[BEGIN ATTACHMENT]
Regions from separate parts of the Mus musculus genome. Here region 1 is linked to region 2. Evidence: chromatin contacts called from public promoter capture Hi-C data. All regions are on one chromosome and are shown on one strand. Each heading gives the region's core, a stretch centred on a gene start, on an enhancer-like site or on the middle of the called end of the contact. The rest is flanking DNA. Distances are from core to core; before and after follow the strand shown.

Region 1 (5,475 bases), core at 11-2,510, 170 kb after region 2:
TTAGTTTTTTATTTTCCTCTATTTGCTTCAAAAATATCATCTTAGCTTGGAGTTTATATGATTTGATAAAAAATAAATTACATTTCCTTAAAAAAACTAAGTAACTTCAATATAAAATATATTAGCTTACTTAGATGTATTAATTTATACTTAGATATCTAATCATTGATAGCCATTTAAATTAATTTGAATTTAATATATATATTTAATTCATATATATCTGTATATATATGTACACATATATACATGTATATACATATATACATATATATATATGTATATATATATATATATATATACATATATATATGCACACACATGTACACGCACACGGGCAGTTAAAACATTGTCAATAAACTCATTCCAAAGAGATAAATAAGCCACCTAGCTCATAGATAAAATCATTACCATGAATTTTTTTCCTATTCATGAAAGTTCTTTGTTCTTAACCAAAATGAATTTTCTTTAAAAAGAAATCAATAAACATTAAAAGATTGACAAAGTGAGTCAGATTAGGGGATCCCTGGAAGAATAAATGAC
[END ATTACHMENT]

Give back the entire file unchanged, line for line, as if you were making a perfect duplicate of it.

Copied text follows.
Regions from separate parts of the Mus musculus genome. Here region 1 is linked to region 2. Evidence: chromatin contacts called from public promoter capture Hi-C data. All regions are on one chromosome and are shown on one strand. Each heading gives the region's core, a stretch centred on a gene start, on an enhancer-like site or on the middle of the called end of the contact. The rest is flanking DNA. Distances are from core to core; before and after follow the strand shown.

Region 1 (5,475 bases), core at 11-2,510, 170 kb after region 2:
TTAGTTTTTTATTTTCCTCTATTTGCTTCAAAAATATCATCTTAGCTTGGAGTTTATATGATTTGATAAAAAATAAATTACATTTCCTTAAAAAAACTAAGTAACTTCAATATAAAATATATTAGCTTACTTAGATGTATTAATTTATACTTAGATATCTAATCATTGATAGCCATTTAAATTAATTTGAATTTAATATATATATTTAATTCATATATATCTGTATATATATGTACACATATATACATGTATATACATATATACATATATATATATGTATATATATATATATATATATACATATATATATGCACACACATGTACACGCACACGGGCAGTTAAAACATTGTCAATAAACTCATTCCAAAGAGATAAATAAGCCACCTAGCTCATAGATAAAATCATTACCATGAATTTTTTTCCTATTCATGAAAGTTCTTTGTTCTTAACCAAAATGAATTTTCTTTAAAAAGAAATCAATAAACATTAAAAGATTGACAAAGTGAGTCAGATTAGGGGATCCCTGGAAGAATAAATGAC